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Pew Finds Immigration Reform Americans’ 16th Most Important Issue. Guess What’s No. 1?



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Ross Douthat’s New York Times column today, which makes the case against Republican House leadership’s plan to take up immigration legislation this year, notes an interesting finding: 

Immigration ranks 16th on the public’s list of priorities, according to the latest Pew numbers, so it’s difficult to see how making this the signature example of a new, solutions-oriented G.O.P. is going to help the party in the near term. Whereas it’s much easier to see how it helps the Democrats: if a bill passes, it will do so with heavy Democratic support, hand President Obama a policy victory at a time when he looks like a lame duck, and demoralize the right along the way.

Indeed, Pew’s most recent survey of Americans’ policy priorities has immigration 16th out of 20 issues in terms of the number of Americans who consider it a “top priority,” with just 41 percent of respondents saying it should be a congressional priority. It’s actually worse, maybe, than it even looks: Those people weren’t saying that comprehensive immigration reform is a priority for them, they were identifying “dealing with illegal immigration” as a top priority. While that could mean offering some form of amnesty to illegal immigrants, it doesn’t seem that’s what people thought was meant by the phrase, because more Republicans (who typically want more border security, etc.) said it was a top priority than Democrats (who are more likely to favor legalization). It is possible people would rate “immigration reform” highly, but Pew doesn’t even include that as an option — suggesting that, as far as their pollsters know, it wouldn’t rate well.

Gallup has found similarly little interest in immigration, and in its questioning on what the “most important” issue facing America is, it also doesn’t include our immigration system overall. It does include “immigration/illegal aliens,” which was selected by just 3 percent of respondents the most recent time the question was asked, at the beginning of January 2014.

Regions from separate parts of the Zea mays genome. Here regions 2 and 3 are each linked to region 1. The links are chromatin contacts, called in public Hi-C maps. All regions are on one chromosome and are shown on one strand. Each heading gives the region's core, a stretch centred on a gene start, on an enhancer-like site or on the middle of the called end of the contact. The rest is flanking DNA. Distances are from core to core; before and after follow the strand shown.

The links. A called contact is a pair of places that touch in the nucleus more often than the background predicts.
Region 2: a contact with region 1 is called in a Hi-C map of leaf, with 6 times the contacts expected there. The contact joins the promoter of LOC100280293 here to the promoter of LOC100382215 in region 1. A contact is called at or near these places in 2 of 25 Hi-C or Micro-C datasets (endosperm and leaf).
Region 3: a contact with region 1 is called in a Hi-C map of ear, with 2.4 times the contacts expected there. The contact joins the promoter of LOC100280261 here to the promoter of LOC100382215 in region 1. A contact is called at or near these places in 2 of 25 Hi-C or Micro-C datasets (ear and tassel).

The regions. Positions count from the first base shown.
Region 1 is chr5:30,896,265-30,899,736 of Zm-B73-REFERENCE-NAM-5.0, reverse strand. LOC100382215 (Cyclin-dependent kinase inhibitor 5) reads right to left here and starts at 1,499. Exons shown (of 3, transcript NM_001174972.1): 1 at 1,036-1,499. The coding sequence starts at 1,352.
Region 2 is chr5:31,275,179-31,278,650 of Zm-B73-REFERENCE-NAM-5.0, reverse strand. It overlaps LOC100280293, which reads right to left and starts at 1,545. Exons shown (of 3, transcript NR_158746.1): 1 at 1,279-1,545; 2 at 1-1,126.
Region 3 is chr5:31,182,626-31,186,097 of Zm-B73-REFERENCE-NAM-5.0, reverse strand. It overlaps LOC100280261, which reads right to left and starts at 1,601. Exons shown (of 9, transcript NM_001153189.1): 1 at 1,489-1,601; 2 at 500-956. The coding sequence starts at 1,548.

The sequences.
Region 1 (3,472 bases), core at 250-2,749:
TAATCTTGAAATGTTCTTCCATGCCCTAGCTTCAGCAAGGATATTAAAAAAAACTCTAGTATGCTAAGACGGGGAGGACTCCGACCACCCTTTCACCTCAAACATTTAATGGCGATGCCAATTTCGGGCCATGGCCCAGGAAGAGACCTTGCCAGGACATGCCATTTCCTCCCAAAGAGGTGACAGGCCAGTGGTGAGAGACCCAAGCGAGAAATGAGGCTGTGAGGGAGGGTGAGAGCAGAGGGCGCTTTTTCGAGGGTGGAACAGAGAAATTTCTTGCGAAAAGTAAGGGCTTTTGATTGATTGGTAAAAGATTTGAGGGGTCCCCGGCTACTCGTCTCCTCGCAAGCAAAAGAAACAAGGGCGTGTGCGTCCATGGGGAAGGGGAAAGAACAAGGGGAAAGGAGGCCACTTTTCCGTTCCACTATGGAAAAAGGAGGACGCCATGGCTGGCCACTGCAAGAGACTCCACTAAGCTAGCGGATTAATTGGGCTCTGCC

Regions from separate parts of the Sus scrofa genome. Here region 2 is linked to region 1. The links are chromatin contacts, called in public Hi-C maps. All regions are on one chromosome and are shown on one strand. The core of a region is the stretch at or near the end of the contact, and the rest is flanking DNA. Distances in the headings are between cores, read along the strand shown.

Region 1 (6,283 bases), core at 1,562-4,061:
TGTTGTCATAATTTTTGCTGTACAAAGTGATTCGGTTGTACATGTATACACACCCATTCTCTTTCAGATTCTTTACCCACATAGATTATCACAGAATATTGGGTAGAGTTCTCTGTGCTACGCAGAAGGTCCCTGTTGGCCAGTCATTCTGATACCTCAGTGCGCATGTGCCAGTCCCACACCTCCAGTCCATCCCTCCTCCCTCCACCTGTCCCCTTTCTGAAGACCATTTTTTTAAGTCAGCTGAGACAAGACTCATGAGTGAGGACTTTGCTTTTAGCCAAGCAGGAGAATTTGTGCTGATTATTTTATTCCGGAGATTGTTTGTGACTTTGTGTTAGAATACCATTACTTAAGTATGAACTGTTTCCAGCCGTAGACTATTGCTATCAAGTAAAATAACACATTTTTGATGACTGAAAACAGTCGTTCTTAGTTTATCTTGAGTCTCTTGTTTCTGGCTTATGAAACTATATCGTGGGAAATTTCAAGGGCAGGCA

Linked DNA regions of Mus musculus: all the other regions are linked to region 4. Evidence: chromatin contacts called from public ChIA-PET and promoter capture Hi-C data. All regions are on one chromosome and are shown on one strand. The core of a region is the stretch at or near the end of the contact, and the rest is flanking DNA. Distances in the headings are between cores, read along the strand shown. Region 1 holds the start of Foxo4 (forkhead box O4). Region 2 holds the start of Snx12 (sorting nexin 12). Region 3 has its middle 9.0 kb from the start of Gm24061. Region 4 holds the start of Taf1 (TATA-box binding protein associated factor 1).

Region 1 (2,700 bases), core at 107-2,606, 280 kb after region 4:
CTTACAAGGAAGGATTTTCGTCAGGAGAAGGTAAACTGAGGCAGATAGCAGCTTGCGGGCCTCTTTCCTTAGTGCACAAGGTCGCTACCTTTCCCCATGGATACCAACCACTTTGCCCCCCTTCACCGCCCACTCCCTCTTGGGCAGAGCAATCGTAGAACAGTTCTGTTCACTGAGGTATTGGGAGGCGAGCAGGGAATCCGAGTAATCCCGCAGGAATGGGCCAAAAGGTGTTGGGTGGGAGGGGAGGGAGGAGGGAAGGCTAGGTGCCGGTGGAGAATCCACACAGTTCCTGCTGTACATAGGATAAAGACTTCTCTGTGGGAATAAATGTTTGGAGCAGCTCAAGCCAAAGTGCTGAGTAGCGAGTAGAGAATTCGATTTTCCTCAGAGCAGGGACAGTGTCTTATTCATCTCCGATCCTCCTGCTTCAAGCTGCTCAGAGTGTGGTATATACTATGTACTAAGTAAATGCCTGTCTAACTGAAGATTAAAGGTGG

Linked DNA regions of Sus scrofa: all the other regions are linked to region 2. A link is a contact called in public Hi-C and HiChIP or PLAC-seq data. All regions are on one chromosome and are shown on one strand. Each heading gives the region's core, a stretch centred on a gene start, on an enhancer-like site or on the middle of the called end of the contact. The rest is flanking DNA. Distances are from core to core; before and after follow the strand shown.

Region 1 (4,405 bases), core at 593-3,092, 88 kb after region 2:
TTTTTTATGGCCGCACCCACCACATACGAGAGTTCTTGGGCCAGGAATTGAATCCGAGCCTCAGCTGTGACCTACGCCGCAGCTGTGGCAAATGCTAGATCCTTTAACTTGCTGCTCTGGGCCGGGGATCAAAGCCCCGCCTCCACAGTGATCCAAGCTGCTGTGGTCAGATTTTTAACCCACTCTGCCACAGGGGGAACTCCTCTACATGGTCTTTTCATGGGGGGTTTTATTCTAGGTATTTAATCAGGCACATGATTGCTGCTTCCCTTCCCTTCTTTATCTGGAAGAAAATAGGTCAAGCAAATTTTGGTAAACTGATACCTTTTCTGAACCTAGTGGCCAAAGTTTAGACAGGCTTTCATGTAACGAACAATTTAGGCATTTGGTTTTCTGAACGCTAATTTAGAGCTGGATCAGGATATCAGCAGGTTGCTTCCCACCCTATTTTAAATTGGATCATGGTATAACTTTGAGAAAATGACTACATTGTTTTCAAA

And when Gallup asked people to rank the importance of issues, it did just as poorly as it did with Pew: In May 2013, they asked Americans whether each of a set of various issues should be a “top priority” for Congress, a “high priority,” or neither. 

“Reforming immigration” does the worst of the 13 issues mentioned, with just 22 percent calling it a “top priority” and 28 percent saying it should be a “high priority.” The only other issues where less than 60 percent of Americans said it was a “top” or “high” priority were tax reform and reducing gun violence. (Here, again, though, more Republicans said they think “reforming immigration” is important than did Democrats, suggesting that the Americans who care about “reforming immigration,” even when illegal aliens aren’t mentioned, care more about addressing illegal immigration than legalization, higher rates of immigration, or other parts of most comprehensive immigration efforts.)

By contrast, 86 percent of Americans thought both “creating more jobs” and “helping the economy grow” were either top priorities or high priorities. Similarly a combined 34 percent of Americans, when they could pick just one “most important issue” in the January Gallup poll, picked unemployment or the economy, and the top two results in the above Pew poll were “strengthening the nation’s economy” and “improving the job situation.”

So why are Republicans tempted to take up something Americans care so little about instead of focusing on the economy? Douthat suggests that part of the problem is a lack of confidence that they have an economic platform that can win them elections. But, he argues, that’s starting to change. I agree that it is, which means that, as Reihan recently laid out in his Reuters column, the GOP can and should focus on jobs, not immigration.

There are, of course, immigration reforms that will help the U.S. economy, and the former should be a part of the conversation — but the immediate, acute economic concerns Americans have about the economy, including health-care costs, unemployment, etc., are hardly best-addressed by a bill that looks to be most stimulative for the most powerful members of the Chamber of Commerce and the Farm Bureau.



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